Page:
As noted by McCann and Peariman (1990), exposure to abuse memories is complicated by the fact that there are probably at least two different memory systems to address: verbal and imagery (although we later refer to the latter as "sensorimotor"). The former is more narrative and autobiographical, whereas the latter involves the encoding and recovery of sensations and nonverbal experiences. McCann and Peariman (1990) note that material from both systems must be desensitized-the first by repeatedly exploring the factual aspects of the event (e.g., who, what, where, and when), and the second by recollection and recounting of the physical environment and bodily sensations associated with the abuse. In my experience, processing of verbal memories is considerably less overwhelming for most survivors than exploration of sensory memories; therefore, the former should usually be addressed around any given memory before the latter is elicited.
The need to process sensory material may be especially relevant because, as indicated by van der Kolk (1994) and others, it is likely that some components of posttraumatic memory are intrinsically sensory or sensorimotor. As a result, therapeutic work that focuses solely on the narrative level (i.e., as is seen in some intellectualized therapies) is unlikely to allow processing of all available posttraumatic material. In contradistinction, good trauma work is both cognitive and affective-addressing not only distorted cognitions and the acquisition of insight, but also the need for emotional expression, processing, and desensitization.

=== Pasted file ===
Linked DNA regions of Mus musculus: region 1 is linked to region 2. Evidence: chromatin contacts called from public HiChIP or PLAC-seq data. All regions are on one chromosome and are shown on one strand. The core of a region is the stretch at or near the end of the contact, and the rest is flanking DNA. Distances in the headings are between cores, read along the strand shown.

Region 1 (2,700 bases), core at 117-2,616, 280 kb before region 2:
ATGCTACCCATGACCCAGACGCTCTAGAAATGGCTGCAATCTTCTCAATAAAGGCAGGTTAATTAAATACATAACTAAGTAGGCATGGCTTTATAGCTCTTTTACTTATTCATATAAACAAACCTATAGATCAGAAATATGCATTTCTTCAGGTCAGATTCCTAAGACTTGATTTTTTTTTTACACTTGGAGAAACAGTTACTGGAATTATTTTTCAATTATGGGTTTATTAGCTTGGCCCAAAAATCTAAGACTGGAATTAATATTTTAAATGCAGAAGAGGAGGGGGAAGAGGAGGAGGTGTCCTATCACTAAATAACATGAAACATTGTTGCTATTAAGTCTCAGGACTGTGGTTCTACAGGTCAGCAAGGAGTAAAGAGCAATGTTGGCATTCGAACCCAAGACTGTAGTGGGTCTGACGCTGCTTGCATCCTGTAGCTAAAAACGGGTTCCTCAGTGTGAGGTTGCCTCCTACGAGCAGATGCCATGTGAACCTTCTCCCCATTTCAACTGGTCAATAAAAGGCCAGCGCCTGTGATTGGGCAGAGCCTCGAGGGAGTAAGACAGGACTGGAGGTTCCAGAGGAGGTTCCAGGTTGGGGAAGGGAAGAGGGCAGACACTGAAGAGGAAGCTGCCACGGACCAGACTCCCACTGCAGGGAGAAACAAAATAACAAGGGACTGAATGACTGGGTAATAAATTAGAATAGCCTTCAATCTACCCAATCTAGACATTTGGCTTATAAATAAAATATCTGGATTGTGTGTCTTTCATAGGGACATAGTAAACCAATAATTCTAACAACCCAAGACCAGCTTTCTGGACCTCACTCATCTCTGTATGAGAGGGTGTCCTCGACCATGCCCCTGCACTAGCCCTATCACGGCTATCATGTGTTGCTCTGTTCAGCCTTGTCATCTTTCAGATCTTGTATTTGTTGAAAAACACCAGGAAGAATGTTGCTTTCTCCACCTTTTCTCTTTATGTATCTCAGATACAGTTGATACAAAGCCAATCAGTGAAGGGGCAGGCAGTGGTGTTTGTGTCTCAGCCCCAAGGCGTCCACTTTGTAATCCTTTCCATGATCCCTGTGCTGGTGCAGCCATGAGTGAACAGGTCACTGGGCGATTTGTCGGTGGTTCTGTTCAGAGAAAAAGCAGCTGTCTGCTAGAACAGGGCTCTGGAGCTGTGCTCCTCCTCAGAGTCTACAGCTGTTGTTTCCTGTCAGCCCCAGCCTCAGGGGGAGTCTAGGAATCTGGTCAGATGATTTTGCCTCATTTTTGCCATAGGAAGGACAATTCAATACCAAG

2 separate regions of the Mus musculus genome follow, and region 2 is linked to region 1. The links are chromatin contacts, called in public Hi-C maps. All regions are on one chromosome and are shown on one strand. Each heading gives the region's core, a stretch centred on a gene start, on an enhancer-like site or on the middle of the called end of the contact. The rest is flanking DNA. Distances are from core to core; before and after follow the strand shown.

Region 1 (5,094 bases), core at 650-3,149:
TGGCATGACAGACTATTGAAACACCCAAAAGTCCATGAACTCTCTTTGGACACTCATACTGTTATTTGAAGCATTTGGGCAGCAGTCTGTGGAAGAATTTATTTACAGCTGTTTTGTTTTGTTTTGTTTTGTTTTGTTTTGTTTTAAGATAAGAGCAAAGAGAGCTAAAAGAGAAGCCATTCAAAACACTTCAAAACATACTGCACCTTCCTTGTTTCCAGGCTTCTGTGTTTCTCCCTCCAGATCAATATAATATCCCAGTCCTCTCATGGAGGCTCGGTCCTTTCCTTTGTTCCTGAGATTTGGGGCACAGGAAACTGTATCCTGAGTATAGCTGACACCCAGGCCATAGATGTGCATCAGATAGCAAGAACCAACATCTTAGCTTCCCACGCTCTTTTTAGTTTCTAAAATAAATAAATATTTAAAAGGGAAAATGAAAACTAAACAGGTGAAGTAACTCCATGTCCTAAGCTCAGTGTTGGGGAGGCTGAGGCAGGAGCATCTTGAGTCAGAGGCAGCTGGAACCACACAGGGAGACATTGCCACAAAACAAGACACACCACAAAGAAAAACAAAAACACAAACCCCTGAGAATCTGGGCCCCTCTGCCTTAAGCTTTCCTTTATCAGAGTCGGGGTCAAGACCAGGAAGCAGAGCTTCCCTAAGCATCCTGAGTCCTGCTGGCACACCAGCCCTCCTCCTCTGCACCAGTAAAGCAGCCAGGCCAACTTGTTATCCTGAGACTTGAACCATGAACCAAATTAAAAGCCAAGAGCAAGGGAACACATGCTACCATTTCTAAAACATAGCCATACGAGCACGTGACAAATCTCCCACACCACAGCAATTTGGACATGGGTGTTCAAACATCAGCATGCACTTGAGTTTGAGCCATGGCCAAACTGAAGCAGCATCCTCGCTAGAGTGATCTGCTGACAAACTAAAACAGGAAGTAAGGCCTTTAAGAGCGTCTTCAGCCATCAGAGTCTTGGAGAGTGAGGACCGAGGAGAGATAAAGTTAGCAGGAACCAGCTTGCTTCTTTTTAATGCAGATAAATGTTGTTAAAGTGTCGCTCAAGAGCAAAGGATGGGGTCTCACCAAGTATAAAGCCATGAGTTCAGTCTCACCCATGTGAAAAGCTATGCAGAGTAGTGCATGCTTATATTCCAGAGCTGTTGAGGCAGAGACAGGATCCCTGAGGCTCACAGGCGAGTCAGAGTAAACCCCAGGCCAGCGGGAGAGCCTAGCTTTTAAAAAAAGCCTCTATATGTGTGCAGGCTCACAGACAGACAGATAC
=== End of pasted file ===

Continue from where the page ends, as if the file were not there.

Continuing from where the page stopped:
As indicated earlier, for abuse-focused therapy to work well, there should be as little avoidance as possible during the session. Specifically, the client should be encouraged to stay as "present" as he or she can during the detailed recall of abuse memories, so that desensitization is maximized. The extremely dissociated survivor may have little true exposure to abuse material during treatment- despite what may be detailed verbal renditions of a given memory. The therapist must keep the therapeutic window in mind, and not, however, interrupt survivor dissociation that is, in fact, appropriate in the face of therapeutic over-stimulation. This might occur, for example, when the client accesses memories whose affective characteristics exceed his or her self-resources. Conversely, it is not uncommon for dissociative responses to become so over-learned that they automatically (but unnecessarily) emerge during exploration of stressful material. In this case, some level of encouragement of the client to reduce his or her dissociation during treatment is not only safe but frequently imperative for significant desensitization to occur.